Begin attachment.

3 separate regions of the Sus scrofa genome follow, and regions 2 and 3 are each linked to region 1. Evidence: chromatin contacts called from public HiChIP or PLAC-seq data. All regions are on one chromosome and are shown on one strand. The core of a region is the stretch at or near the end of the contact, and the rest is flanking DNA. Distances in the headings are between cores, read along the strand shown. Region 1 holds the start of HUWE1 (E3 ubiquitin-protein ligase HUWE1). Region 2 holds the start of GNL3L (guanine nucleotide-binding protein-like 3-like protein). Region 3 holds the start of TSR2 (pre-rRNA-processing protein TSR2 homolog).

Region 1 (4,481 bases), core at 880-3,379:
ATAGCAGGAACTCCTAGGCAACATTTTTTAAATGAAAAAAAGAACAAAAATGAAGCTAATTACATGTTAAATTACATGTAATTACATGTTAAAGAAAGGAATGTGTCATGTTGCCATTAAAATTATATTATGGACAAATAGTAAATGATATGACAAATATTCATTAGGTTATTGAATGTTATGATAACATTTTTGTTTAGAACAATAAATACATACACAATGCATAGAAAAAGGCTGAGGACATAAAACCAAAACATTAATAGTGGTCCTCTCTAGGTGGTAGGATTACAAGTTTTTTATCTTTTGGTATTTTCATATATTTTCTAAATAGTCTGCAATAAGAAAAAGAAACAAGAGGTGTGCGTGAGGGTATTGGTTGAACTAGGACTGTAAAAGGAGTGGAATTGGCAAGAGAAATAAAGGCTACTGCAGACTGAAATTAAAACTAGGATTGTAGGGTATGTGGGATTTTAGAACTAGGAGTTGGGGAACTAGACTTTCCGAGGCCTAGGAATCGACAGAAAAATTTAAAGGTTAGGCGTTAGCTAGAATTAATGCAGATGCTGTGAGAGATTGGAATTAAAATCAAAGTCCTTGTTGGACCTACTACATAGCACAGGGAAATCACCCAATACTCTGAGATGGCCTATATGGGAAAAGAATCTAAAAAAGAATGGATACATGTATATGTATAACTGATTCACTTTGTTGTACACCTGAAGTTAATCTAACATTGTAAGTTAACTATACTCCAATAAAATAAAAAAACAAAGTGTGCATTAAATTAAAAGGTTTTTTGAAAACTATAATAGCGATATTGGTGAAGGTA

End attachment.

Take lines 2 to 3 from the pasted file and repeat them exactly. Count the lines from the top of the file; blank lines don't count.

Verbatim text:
Region 1 (4,481 bases), core at 880-3,379:
ATAGCAGGAACTCCTAGGCAACATTTTTTAAATGAAAAAAAGAACAAAAATGAAGCTAATTACATGTTAAATTACATGTAATTACATGTTAAAGAAAGGAATGTGTCATGTTGCCATTAAAATTATATTATGGACAAATAGTAAATGATATGACAAATATTCATTAGGTTATTGAATGTTATGATAACATTTTTGTTTAGAACAATAAATACATACACAATGCATAGAAAAAGGCTGAGGACATAAAACCAAAACATTAATAGTGGTCCTCTCTAGGTGGTAGGATTACAAGTTTTTTATCTTTTGGTATTTTCATATATTTTCTAAATAGTCTGCAATAAGAAAAAGAAACAAGAGGTGTGCGTGAGGGTATTGGTTGAACTAGGACTGTAAAAGGAGTGGAATTGGCAAGAGAAATAAAGGCTACTGCAGACTGAAATTAAAACTAGGATTGTAGGGTATGTGGGATTTTAGAACTAGGAGTTGGGGAACTAGACTTTCCGAGGCCTAGGAATCGACAGAAAAATTTAAAGGTTAGGCGTTAGCTAGAATTAATGCAGATGCTGTGAGAGATTGGAATTAAAATCAAAGTCCTTGTTGGACCTACTACATAGCACAGGGAAATCACCCAATACTCTGAGATGGCCTATATGGGAAAAGAATCTAAAAAAGAATGGATACATGTATATGTATAACTGATTCACTTTGTTGTACACCTGAAGTTAATCTAACATTGTAAGTTAACTATACTCCAATAAAATAAAAAAACAAAGTGTGCATTAAATTAAAAGGTTTTTTGAAAACTATAATAGCGATATTGGTGAAGGTA